July 15, 2006
City Hall gives raises
The members of the Park City Council voted themselves and Mayor Dana Williams a raise recently, deciding that they should earn 2 percent more in salary than before.
Under the raises, in place for fiscal year 2007, which started on July 1, Williams will earn $22,556.04 in salary and the five members of the City Council will each take home $11,405.04 in salary.
The mayor and the City Councilors also are eligible for health and dental benefits, valued at $10,500 per year, according to Gary Hill, who manages City Hall’s budget. If the officials do not sign up for the health and dental benefits, they may receive the $10,500 in cash, Hill said.
The 2 percent increase matches the raises received by rank-and-file City Hall staffers, Hill said.
Meanwhile, the City Council on Thursday endorsed the salaries paid to five City Hall staffers who hold what are known as statutory positions. Those increases were 2 percent, according to a report submitted to the City Council before the vote.
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The five staffers and their salaries are:
( City Manager Tom Bakaly, between $105,070 and $120,360.
( City Attorney Mark Harrington, between $91,692 and $107,100.
( City Engineer Eric DeHaan, between $66,300 and $87,394.
( City Treasurer Lori Collett, who is City Hall’s finance manager, between $55,080 and $79,508.
( City Recorder Jan Scott, between $25,459 and $39,059.
The local government recently finished its annual budget talks. Neither the salaries of the elected officials nor those of City Hall staffers drew much attention during the budget talks.
The Park City Council recently authorized $671,829.80 in pavement work in 2006, agreeing to reapply asphalt to selected streets and bicycle paths.
Staker & Parson Companies won the contract over Granite Construction, which submitted a $770,806 bid for the work, according to a report submitted to the City Council beforehand.
Some of the major streets scheduled for the asphalt work, sometimes called overlays, include Swede Alley from Heber Avenue to 5th Street, 1,100 feet of Deer Valley Drive nearby the Old Town roundabout, Meadows Drive in the vicinity of Evening Star Drive and Lake View Court, 1,150 feet in the vicinity of Royal Street and Silver Lake Drive and Empire Avenue in the vicinity of Manor Way and 15th Street.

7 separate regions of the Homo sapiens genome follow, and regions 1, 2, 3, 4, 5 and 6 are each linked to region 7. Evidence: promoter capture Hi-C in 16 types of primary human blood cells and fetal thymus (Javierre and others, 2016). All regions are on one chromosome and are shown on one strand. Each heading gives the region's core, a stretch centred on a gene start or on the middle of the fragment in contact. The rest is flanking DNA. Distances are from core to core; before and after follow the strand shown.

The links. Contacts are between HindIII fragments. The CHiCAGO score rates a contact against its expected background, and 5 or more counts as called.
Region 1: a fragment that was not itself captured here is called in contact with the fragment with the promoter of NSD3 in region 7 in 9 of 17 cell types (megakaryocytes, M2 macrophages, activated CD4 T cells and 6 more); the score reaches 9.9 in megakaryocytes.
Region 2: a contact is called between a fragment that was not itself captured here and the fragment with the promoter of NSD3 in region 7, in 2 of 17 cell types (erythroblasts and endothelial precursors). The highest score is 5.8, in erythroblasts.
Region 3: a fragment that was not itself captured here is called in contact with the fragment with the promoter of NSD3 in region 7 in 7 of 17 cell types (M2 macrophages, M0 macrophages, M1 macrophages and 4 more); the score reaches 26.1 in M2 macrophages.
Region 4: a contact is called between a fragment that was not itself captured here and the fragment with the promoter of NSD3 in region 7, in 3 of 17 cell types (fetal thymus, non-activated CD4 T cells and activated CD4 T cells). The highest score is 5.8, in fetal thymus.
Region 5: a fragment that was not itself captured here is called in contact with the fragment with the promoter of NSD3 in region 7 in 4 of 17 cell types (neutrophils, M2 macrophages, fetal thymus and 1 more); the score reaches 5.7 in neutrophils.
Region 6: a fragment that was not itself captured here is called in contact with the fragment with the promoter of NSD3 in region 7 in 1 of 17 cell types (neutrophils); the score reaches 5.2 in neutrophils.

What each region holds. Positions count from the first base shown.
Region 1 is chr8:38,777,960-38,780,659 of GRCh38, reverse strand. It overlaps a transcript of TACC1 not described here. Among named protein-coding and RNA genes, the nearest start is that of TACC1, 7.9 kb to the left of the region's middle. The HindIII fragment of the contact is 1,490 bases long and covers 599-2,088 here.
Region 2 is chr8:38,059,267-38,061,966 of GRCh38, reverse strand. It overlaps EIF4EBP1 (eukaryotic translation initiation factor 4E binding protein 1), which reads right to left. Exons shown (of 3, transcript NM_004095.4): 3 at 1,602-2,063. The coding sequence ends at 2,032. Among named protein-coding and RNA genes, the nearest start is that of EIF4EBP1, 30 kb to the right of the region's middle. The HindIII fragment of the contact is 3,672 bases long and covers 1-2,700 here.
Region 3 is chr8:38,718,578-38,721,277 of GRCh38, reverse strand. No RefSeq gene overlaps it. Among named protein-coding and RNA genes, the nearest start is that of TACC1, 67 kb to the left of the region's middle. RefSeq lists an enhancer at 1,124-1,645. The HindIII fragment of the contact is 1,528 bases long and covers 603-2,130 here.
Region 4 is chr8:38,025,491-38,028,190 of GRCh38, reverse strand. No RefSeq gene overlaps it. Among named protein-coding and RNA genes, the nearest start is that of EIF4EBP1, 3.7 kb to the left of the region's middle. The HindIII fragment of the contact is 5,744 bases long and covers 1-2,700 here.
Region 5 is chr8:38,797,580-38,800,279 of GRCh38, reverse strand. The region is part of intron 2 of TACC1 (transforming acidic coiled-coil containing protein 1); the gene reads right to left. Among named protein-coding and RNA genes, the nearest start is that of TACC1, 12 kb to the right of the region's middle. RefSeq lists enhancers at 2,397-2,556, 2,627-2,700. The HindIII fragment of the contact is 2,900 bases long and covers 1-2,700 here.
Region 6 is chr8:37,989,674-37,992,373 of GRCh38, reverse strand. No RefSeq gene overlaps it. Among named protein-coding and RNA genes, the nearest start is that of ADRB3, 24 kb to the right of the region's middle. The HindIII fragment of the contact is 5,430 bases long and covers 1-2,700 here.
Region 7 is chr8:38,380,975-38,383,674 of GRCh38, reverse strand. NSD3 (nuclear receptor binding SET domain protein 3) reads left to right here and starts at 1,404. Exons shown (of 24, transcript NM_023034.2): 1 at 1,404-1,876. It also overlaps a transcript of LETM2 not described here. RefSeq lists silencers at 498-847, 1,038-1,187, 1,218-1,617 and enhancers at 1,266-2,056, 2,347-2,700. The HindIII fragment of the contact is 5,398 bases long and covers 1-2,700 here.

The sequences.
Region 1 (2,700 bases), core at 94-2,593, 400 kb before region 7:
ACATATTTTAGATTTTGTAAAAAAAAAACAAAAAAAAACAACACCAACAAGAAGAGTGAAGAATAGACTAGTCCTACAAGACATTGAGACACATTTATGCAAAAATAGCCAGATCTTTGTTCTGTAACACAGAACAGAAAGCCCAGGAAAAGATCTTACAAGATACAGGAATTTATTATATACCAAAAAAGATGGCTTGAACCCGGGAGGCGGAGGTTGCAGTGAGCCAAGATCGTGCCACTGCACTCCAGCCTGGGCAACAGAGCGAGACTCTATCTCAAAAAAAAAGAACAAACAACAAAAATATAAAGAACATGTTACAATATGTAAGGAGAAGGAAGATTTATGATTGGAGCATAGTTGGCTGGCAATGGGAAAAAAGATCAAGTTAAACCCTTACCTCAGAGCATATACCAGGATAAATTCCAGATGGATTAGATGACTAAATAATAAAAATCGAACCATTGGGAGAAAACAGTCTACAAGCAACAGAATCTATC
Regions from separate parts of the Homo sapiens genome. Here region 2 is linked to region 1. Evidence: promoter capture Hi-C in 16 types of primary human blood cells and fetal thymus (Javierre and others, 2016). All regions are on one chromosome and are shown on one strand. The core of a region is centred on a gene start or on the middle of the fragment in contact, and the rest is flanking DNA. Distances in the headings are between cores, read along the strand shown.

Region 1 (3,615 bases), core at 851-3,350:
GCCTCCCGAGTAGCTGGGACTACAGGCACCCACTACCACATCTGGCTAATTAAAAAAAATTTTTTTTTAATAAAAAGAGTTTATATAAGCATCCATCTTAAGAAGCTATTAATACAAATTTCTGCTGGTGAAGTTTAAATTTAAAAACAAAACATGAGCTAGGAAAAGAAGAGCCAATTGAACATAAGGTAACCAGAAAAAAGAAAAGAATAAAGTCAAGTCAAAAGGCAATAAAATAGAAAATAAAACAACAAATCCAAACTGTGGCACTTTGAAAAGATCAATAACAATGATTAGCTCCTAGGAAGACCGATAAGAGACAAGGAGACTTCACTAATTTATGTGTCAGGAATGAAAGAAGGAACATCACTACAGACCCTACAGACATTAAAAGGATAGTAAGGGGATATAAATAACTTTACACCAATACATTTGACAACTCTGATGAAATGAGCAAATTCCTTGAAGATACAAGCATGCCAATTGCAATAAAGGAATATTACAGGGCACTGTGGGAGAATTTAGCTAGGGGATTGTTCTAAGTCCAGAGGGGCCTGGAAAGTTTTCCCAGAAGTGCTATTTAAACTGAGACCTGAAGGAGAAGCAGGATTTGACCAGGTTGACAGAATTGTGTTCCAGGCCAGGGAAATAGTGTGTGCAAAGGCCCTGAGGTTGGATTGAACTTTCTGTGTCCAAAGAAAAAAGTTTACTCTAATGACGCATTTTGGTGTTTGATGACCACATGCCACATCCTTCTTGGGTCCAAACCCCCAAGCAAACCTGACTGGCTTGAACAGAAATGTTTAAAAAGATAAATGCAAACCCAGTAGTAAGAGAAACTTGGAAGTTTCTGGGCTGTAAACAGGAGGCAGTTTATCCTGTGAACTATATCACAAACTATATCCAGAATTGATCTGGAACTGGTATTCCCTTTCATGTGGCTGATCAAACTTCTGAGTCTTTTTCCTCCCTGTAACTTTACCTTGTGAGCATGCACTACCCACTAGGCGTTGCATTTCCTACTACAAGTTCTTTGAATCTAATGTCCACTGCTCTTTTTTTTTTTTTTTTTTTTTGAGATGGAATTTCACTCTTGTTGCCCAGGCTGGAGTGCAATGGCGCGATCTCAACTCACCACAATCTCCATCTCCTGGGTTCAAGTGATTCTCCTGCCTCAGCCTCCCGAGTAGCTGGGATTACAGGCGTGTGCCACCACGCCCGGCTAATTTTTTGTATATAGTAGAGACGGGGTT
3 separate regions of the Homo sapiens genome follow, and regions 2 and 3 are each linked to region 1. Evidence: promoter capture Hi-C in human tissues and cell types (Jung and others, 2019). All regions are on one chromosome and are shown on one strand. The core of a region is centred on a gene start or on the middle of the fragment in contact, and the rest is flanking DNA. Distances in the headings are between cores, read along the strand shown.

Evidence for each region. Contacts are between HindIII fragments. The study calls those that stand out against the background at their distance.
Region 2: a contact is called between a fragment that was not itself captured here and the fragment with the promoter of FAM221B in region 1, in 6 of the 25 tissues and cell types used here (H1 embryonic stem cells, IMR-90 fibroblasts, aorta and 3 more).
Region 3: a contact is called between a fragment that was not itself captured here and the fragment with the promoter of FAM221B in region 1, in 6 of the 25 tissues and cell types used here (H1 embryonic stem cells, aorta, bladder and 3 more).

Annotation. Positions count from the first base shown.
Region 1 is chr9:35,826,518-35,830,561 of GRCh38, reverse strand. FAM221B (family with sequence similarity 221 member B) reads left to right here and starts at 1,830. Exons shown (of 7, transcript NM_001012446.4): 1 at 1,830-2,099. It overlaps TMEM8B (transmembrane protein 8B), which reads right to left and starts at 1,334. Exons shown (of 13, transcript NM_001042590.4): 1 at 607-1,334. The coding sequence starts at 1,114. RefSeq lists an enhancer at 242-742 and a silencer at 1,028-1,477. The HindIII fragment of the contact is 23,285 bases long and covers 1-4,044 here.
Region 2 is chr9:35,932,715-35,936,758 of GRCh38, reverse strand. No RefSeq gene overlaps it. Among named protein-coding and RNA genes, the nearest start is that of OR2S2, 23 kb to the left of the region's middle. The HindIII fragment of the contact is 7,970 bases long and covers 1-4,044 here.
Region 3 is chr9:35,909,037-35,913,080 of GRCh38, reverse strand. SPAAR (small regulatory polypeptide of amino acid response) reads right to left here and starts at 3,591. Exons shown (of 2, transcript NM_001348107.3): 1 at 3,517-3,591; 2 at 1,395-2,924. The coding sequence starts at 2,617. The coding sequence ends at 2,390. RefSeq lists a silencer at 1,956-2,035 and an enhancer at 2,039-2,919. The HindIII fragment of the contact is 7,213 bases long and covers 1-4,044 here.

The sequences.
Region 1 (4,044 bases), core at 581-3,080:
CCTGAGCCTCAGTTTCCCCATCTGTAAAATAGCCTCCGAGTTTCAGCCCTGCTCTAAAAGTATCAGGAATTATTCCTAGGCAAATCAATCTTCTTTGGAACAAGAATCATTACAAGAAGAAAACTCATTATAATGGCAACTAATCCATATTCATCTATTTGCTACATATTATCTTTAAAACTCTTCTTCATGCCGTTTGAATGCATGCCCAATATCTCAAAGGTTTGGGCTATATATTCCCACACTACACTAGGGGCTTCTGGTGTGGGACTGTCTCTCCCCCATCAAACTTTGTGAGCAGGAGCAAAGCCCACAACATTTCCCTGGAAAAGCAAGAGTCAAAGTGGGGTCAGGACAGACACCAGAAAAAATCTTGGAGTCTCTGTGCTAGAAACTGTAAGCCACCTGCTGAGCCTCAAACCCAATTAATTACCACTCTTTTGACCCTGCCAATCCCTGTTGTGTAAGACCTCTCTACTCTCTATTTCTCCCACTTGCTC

In the report, Pace Erickson, who is operations manager in the Public Works Department, says the work, "maximizes pavement life and minimizes pavement costs" by fixing up the streets in an appropriate timeframe.
He also indicates that asphalt prices are higher than before, "due to the volatile oil prices the world has experienced." He says that the prices are up 49 percent in a year, to $71 per ton. Erickson says that City Hall originally estimated that the cost this year would be $368,343.71.
Also included in the work will be four stretches of paths. They are: the south side of S.R. 248 from Sidewinder Drive to Cooke Drive, the north side of S.R. 248 from Monitor Drive until the end of the path, the City Park trail from the Iron Horse area to the Old Town transit center and the trails at the Park City High School athletic complex.
Waterworks construction proceeds
The Park City Water Department recently launched construction of what is being called the ‘Boothill Tank,’ located directly north, or behind, the Park City Cemetery on Kearns Boulevard.
According to a statement from City Hall, the new tank, which will be made of reinforced concrete, will increase the storage capacity from 1 million gallons to 3 million gallons. The increased capacity, the city says, will make the system more efficient and better able to meet demand for water when it peaks.
"The additional water storage will allow much better equalization of the system so we can more efficiently meet daily water demands now and in the future," Kathy Dunks, City Hall’s water manager, says in the statement.
The government expects that construction will be visible on the top of the hill. Excavation equipment, concrete trucks and other construction vehicles are expected to be at the site, the city says.
Public Works Director Jerry Gibbs says crews used explosives to assist with the work and reports that the blasting was conducted without incident. He says the city is unsure if additional blasting will be required.
The work is expected to run through the end of 2006 and Gibbs says the project is budgeted to cost about $1.5 million.
Compiled by Jay Hamburger